At 89, Influential Justice Stevens Isn't Budging

Oldest Supreme is vindicated as dissents become majorities
By Jason Farago,  Newser Staff
Posted Apr 27, 2009 6:50 AM CDT
At 89, Influential Justice Stevens Isn't Budging
Associate Supreme Court Justice John Paul Stevens, center, smiles as he chats with Chief Justice John G. Roberts, right, at the Supreme Court in Washington. Justice Ruth Bader Ginsburg is at left.    (AP Photo/J. Scott Applewhite, File)

John Paul Stevens turned 89 last week, and the senior associate justice of the Supreme Court has lived to see many of his dissenting opinions eventually become the majority during his 33 years on the court. Stevens—who has given no indications of impending retirement—has led a number of slow-burning liberal victories on a right-leaning court, writes the Los Angeles Times.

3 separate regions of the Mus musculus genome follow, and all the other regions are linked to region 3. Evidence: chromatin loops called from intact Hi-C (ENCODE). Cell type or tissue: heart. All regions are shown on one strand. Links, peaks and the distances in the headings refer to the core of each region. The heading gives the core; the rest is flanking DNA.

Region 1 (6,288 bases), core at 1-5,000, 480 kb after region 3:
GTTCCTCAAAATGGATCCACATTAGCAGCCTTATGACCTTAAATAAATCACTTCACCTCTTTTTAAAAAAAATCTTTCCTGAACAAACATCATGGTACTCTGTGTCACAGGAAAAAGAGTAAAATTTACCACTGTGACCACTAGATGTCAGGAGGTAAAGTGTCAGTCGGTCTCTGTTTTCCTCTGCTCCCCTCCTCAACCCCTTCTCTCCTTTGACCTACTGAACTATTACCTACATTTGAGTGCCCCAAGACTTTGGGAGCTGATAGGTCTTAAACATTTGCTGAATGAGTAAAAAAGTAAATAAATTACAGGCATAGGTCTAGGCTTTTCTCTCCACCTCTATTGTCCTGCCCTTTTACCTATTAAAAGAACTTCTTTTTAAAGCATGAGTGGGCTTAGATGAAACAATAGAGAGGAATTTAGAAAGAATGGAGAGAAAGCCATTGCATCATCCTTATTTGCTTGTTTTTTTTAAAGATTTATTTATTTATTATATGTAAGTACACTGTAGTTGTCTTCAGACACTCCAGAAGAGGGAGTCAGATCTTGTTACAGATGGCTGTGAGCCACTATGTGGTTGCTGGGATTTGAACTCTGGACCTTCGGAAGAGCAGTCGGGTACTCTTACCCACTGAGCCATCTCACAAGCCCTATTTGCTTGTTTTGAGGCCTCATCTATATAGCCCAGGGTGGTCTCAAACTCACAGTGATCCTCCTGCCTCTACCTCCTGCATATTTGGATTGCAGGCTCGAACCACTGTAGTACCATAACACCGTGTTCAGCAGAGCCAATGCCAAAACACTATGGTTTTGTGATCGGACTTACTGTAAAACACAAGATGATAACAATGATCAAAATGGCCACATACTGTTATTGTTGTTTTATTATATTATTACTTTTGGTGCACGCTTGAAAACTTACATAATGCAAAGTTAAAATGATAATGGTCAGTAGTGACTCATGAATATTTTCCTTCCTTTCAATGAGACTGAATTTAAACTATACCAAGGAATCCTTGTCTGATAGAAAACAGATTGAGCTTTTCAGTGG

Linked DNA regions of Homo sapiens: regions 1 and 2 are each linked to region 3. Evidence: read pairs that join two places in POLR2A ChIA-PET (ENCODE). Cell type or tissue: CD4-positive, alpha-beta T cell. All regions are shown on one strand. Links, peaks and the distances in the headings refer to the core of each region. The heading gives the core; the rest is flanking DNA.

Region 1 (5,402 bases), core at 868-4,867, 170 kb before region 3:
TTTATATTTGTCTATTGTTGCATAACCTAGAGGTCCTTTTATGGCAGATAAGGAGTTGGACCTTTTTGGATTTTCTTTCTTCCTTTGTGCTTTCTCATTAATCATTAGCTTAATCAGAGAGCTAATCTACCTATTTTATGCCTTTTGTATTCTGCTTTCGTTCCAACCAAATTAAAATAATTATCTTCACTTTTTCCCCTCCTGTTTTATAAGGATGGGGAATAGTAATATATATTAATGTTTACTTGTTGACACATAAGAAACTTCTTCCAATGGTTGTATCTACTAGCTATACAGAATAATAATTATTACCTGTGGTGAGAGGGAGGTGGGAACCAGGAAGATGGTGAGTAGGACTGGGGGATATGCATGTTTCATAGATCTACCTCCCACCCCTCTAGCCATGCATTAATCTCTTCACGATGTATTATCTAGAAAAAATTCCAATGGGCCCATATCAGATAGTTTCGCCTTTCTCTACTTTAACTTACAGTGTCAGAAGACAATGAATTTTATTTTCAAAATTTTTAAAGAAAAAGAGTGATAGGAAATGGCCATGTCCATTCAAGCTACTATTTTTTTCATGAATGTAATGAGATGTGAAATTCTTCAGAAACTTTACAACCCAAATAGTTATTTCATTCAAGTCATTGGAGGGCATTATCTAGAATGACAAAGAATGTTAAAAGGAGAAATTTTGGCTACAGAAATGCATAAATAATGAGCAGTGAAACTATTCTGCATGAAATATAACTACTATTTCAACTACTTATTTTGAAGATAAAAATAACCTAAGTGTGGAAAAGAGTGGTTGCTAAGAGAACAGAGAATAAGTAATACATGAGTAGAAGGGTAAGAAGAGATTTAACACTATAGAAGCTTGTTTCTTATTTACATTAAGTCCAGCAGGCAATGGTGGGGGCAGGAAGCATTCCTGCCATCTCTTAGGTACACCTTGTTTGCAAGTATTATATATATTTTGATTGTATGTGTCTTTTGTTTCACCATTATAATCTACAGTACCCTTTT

In 1981, for instance, Stevens dissented in a case about car searches during arrests—and last Tuesday, 28 years later, the justice wrote for the majority that the 4th Amendment forbids such searches. One law professor marveled at the ability of Stevens—often described as a "loner" in his first years on the court—“to turn his lonely dissents into majority opinions in the fullness of time." (More John Paul Stevens stories.)

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